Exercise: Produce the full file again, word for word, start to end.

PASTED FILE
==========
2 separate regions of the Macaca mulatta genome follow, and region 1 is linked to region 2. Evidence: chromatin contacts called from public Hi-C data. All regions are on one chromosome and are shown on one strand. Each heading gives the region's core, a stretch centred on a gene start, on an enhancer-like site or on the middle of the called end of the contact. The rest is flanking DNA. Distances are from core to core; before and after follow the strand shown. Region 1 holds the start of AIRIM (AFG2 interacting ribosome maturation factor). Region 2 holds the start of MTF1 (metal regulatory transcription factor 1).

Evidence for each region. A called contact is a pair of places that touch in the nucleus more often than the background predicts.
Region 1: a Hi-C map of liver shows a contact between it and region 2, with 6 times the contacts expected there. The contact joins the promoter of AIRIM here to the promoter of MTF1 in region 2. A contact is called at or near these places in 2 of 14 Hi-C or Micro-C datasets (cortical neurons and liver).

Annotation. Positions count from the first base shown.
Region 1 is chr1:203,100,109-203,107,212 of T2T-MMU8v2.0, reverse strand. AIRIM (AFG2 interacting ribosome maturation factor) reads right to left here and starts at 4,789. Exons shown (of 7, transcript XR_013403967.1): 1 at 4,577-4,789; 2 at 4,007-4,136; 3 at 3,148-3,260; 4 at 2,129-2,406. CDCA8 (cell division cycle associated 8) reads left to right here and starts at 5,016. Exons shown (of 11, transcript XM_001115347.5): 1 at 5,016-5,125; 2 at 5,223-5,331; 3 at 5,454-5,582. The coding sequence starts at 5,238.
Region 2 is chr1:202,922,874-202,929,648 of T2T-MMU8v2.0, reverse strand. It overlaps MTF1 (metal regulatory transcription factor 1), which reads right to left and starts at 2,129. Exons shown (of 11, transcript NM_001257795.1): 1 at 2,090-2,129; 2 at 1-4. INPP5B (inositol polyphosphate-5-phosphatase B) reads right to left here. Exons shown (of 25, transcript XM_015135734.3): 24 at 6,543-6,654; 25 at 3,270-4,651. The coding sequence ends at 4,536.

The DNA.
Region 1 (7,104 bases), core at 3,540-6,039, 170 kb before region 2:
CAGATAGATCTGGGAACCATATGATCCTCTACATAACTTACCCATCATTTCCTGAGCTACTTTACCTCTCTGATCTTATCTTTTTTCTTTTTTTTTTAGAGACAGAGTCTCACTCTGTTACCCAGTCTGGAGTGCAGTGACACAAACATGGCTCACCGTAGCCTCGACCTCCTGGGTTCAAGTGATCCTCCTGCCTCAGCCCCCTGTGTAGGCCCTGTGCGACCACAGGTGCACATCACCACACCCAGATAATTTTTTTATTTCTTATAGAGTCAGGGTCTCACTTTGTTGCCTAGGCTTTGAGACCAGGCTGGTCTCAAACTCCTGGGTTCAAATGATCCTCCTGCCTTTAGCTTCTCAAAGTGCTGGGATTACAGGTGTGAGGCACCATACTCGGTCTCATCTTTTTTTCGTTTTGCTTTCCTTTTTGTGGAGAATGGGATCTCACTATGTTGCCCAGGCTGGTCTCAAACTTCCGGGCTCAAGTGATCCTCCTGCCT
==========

2 separate regions of the Macaca mulatta genome follow, and region 1 is linked to region 2. Evidence: chromatin contacts called from public Hi-C data. All regions are on one chromosome and are shown on one strand. Each heading gives the region's core, a stretch centred on a gene start, on an enhancer-like site or on the middle of the called end of the contact. The rest is flanking DNA. Distances are from core to core; before and after follow the strand shown. Region 1 holds the start of AIRIM (AFG2 interacting ribosome maturation factor). Region 2 holds the start of MTF1 (metal regulatory transcription factor 1).

Evidence for each region. A called contact is a pair of places that touch in the nucleus more often than the background predicts.
Region 1: a Hi-C map of liver shows a contact between it and region 2, with 6 times the contacts expected there. The contact joins the promoter of AIRIM here to the promoter of MTF1 in region 2. A contact is called at or near these places in 2 of 14 Hi-C or Micro-C datasets (cortical neurons and liver).

Annotation. Positions count from the first base shown.
Region 1 is chr1:203,100,109-203,107,212 of T2T-MMU8v2.0, reverse strand. AIRIM (AFG2 interacting ribosome maturation factor) reads right to left here and starts at 4,789. Exons shown (of 7, transcript XR_013403967.1): 1 at 4,577-4,789; 2 at 4,007-4,136; 3 at 3,148-3,260; 4 at 2,129-2,406. CDCA8 (cell division cycle associated 8) reads left to right here and starts at 5,016. Exons shown (of 11, transcript XM_001115347.5): 1 at 5,016-5,125; 2 at 5,223-5,331; 3 at 5,454-5,582. The coding sequence starts at 5,238.
Region 2 is chr1:202,922,874-202,929,648 of T2T-MMU8v2.0, reverse strand. It overlaps MTF1 (metal regulatory transcription factor 1), which reads right to left and starts at 2,129. Exons shown (of 11, transcript NM_001257795.1): 1 at 2,090-2,129; 2 at 1-4. INPP5B (inositol polyphosphate-5-phosphatase B) reads right to left here. Exons shown (of 25, transcript XM_015135734.3): 24 at 6,543-6,654; 25 at 3,270-4,651. The coding sequence ends at 4,536.

The DNA.
Region 1 (7,104 bases), core at 3,540-6,039, 170 kb before region 2:
CAGATAGATCTGGGAACCATATGATCCTCTACATAACTTACCCATCATTTCCTGAGCTACTTTACCTCTCTGATCTTATCTTTTTTCTTTTTTTTTTAGAGACAGAGTCTCACTCTGTTACCCAGTCTGGAGTGCAGTGACACAAACATGGCTCACCGTAGCCTCGACCTCCTGGGTTCAAGTGATCCTCCTGCCTCAGCCCCCTGTGTAGGCCCTGTGCGACCACAGGTGCACATCACCACACCCAGATAATTTTTTTATTTCTTATAGAGTCAGGGTCTCACTTTGTTGCCTAGGCTTTGAGACCAGGCTGGTCTCAAACTCCTGGGTTCAAATGATCCTCCTGCCTTTAGCTTCTCAAAGTGCTGGGATTACAGGTGTGAGGCACCATACTCGGTCTCATCTTTTTTTCGTTTTGCTTTCCTTTTTGTGGAGAATGGGATCTCACTATGTTGCCCAGGCTGGTCTCAAACTTCCGGGCTCAAGTGATCCTCCTGCCT